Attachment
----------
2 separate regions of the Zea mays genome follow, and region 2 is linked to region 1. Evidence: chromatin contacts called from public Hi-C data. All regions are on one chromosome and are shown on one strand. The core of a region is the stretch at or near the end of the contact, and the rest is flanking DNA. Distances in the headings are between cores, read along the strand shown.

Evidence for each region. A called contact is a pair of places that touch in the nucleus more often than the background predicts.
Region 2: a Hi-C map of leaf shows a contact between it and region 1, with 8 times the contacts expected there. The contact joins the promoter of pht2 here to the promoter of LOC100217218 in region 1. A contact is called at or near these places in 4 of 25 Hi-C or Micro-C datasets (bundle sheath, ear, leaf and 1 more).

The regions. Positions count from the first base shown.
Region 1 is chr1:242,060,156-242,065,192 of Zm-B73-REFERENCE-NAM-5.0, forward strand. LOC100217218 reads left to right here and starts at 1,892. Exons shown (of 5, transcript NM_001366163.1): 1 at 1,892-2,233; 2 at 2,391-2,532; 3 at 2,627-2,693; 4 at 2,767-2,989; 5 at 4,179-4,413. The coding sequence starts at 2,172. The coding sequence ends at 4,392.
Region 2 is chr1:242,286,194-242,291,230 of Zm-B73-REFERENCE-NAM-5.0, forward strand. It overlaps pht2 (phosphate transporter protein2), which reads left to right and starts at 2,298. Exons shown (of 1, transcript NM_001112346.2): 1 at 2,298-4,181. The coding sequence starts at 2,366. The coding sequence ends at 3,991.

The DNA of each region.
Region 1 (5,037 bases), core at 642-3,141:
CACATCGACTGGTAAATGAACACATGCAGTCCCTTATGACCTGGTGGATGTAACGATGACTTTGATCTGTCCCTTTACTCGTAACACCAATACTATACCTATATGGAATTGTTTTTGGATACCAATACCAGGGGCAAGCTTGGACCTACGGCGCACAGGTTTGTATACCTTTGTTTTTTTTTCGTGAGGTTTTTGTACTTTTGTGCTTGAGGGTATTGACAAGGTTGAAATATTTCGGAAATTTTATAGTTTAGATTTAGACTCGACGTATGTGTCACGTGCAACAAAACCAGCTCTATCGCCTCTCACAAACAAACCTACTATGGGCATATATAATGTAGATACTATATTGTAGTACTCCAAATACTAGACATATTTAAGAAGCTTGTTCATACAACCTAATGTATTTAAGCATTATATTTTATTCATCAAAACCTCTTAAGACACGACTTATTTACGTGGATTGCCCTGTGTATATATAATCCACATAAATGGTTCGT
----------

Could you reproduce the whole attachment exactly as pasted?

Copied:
2 separate regions of the Zea mays genome follow, and region 2 is linked to region 1. Evidence: chromatin contacts called from public Hi-C data. All regions are on one chromosome and are shown on one strand. The core of a region is the stretch at or near the end of the contact, and the rest is flanking DNA. Distances in the headings are between cores, read along the strand shown.

Evidence for each region. A called contact is a pair of places that touch in the nucleus more often than the background predicts.
Region 2: a Hi-C map of leaf shows a contact between it and region 1, with 8 times the contacts expected there. The contact joins the promoter of pht2 here to the promoter of LOC100217218 in region 1. A contact is called at or near these places in 4 of 25 Hi-C or Micro-C datasets (bundle sheath, ear, leaf and 1 more).

The regions. Positions count from the first base shown.
Region 1 is chr1:242,060,156-242,065,192 of Zm-B73-REFERENCE-NAM-5.0, forward strand. LOC100217218 reads left to right here and starts at 1,892. Exons shown (of 5, transcript NM_001366163.1): 1 at 1,892-2,233; 2 at 2,391-2,532; 3 at 2,627-2,693; 4 at 2,767-2,989; 5 at 4,179-4,413. The coding sequence starts at 2,172. The coding sequence ends at 4,392.
Region 2 is chr1:242,286,194-242,291,230 of Zm-B73-REFERENCE-NAM-5.0, forward strand. It overlaps pht2 (phosphate transporter protein2), which reads left to right and starts at 2,298. Exons shown (of 1, transcript NM_001112346.2): 1 at 2,298-4,181. The coding sequence starts at 2,366. The coding sequence ends at 3,991.

The DNA of each region.
Region 1 (5,037 bases), core at 642-3,141:
CACATCGACTGGTAAATGAACACATGCAGTCCCTTATGACCTGGTGGATGTAACGATGACTTTGATCTGTCCCTTTACTCGTAACACCAATACTATACCTATATGGAATTGTTTTTGGATACCAATACCAGGGGCAAGCTTGGACCTACGGCGCACAGGTTTGTATACCTTTGTTTTTTTTTCGTGAGGTTTTTGTACTTTTGTGCTTGAGGGTATTGACAAGGTTGAAATATTTCGGAAATTTTATAGTTTAGATTTAGACTCGACGTATGTGTCACGTGCAACAAAACCAGCTCTATCGCCTCTCACAAACAAACCTACTATGGGCATATATAATGTAGATACTATATTGTAGTACTCCAAATACTAGACATATTTAAGAAGCTTGTTCATACAACCTAATGTATTTAAGCATTATATTTTATTCATCAAAACCTCTTAAGACACGACTTATTTACGTGGATTGCCCTGTGTATATATAATCCACATAAATGGTTCGT